The variety and adventures from this form of climbing is limitless

 
Traditional climbing is one of the most pure forms of climbing and is where it all started really.
 
Unlike sport climbing where bolts are drilled into the rock for protection as there is nothing else available, traditional climbing only uses passive protection which is placed by the leader (climber) to protect the climber in case of a fall but then removed by the second climber, leaving the rock the way you found it. It’s a very clean and pure form of climbing leaving just your chalk prints on the rock.
 
Sea Cliff traditional climbing in Pembrokshire
Sea cliff climbing in Pembroke
 
Traditional climbing or Trad climbing as it is more normally called, usually follows more obvious features such as cracks, flakes and corners where protection can be placed more easily and frequently. Protecting some traditional climbs however can also get very challenging on more blank sections of rock, which are devoid of features, making it much more dangerous and risky affair so a cool head and steady footwork are a must.
 
Green death at Millstone edge in the Peakdistrict
Green Death at Millstone in the Peak District
 
The equipment used for protecting traditional climbs comes in all shapes and forms but the two most common pieces of kit used are Camming devices/Friends and Rocks or wires.
 
• Camming devices/Friends: These are spring loaded pieces of equipment and act when a load is applied which forces the cams out against the rock. They then cam into the crack creating a solid protection if placed properly. They are incredibly hard wearing but require maintenance.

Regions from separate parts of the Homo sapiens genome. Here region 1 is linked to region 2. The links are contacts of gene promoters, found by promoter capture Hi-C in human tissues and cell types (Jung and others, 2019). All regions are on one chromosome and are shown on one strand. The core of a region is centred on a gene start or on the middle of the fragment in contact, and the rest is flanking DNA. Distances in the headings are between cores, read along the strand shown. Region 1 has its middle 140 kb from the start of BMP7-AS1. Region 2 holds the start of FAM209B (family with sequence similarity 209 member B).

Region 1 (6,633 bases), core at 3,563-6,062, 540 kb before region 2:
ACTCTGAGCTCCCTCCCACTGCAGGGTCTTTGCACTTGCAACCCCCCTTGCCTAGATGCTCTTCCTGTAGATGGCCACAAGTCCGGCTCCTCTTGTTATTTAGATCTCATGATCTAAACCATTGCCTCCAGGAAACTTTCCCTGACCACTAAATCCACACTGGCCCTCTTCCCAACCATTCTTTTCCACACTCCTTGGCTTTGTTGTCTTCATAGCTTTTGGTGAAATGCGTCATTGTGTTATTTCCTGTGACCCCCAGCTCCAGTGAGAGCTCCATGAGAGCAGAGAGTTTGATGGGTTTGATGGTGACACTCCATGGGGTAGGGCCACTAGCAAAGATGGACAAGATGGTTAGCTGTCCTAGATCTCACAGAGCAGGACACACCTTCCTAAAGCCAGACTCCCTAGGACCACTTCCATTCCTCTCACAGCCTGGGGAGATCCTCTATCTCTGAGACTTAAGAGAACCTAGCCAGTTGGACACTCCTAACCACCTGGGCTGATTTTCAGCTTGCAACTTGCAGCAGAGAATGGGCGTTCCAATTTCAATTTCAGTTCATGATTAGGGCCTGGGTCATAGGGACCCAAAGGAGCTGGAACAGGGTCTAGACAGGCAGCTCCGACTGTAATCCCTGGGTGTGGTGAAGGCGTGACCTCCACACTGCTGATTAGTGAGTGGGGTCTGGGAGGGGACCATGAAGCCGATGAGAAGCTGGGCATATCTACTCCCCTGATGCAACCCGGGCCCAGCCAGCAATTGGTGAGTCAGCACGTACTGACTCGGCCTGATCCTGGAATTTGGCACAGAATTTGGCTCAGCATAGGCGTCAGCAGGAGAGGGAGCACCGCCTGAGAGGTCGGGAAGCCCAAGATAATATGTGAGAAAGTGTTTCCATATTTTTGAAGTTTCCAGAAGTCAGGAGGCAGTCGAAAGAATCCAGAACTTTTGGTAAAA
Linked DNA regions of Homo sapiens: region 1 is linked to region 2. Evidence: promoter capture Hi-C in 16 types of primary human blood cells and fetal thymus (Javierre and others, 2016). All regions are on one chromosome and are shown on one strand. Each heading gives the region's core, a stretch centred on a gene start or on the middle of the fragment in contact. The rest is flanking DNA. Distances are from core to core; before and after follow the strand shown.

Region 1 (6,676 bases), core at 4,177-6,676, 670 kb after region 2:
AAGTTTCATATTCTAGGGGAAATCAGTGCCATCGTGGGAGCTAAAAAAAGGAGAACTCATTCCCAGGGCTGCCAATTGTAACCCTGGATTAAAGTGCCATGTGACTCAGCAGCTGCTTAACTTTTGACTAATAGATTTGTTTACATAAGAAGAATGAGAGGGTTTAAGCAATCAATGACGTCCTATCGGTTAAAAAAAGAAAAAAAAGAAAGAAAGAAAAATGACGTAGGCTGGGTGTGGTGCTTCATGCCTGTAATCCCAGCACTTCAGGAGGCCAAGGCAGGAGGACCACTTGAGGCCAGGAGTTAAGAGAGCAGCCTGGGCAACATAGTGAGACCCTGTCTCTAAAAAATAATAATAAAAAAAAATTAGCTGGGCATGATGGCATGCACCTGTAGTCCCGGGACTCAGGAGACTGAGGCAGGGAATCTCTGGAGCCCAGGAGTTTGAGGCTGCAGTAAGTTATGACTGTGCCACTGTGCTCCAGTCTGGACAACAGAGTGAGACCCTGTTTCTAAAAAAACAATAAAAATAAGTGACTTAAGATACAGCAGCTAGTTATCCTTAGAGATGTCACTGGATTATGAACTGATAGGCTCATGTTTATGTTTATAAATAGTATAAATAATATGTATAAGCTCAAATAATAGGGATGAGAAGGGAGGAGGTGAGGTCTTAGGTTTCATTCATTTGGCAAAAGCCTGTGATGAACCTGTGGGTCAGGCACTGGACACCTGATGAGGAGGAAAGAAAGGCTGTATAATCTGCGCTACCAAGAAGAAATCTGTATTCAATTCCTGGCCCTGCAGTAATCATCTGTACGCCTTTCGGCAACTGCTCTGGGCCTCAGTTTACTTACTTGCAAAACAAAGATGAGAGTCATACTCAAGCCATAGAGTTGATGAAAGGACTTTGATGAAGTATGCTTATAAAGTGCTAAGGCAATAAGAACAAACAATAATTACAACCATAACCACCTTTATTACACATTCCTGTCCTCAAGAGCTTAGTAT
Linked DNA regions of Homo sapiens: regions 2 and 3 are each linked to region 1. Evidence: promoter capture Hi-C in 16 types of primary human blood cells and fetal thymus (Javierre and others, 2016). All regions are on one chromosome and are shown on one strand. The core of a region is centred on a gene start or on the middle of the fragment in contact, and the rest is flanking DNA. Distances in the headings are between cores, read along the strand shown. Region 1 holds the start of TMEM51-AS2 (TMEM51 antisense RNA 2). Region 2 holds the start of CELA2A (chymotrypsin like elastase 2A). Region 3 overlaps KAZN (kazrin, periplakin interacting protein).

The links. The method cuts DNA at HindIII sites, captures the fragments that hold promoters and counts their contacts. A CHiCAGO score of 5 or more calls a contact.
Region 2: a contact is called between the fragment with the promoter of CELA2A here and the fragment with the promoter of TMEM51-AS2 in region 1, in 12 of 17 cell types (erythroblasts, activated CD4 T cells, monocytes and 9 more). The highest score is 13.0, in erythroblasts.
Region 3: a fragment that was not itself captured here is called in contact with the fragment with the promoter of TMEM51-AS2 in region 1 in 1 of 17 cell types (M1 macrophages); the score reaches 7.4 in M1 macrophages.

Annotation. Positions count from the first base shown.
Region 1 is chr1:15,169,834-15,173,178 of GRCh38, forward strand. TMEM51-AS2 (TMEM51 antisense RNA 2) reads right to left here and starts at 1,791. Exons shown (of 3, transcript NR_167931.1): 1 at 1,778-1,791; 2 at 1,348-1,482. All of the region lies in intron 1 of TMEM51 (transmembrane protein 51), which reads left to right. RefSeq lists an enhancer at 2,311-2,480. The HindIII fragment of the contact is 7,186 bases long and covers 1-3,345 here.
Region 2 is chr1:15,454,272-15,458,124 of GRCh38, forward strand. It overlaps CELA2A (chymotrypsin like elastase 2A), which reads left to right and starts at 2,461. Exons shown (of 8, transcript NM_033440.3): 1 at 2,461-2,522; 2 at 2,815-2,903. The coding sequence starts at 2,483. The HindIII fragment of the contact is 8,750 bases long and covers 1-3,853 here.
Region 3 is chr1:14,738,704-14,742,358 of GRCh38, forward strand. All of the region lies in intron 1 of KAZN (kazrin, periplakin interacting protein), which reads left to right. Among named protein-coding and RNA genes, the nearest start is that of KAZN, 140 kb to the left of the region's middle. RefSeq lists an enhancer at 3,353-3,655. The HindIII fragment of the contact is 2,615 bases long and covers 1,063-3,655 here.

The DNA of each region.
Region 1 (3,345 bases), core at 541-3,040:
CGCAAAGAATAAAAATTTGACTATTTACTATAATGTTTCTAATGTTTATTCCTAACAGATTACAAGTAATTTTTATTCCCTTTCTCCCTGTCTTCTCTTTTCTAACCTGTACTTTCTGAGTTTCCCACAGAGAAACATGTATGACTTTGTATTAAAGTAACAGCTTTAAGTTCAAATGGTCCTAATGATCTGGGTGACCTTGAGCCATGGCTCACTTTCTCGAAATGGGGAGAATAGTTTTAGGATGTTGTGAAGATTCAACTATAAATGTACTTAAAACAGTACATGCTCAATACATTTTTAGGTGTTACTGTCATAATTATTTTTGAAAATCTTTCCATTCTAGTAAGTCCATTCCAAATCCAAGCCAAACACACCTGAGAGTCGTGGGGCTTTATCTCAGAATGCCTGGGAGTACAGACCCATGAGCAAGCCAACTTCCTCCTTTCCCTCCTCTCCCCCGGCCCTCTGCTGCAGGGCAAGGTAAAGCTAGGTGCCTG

• Rocks/Wires: These are curved chocks which are placed in cracks which provide maximum surface area contact with the metal and the rock in natural conditions.
 

There are many places where you can go Trad climbing and the UK is famous for it; from single pitch cliffs, such as the gritstone crags of the Peak District, like Stanage and Froggat Edge, to big adventurous multi-pitches at cliffs like Gogarth in North Wales. The variety and adventures that can be had in this form of climbing is limitless.
 
Here are my top 5 destinations in the UK:
 
• Stanage, Froggat, Curbar in Derbyshire
 
• Llanberris Pass and Tremadog in North Wales
 
• Pembrokshire in South Wales
 
• Sennen and Bosigran in Cornwall
 
• Borrowdale and Langdale in the Lake District
 

Cenataph Corner in Llanberris pass in North Wales
Cenotaph corner in Llanberris Pass in North Wales

 
And my top 3 climbing destinations abroad:
 
• Dolomites in Italy
 
• Yosemite and Utah in the USA
 
• Table Mountain in South Africa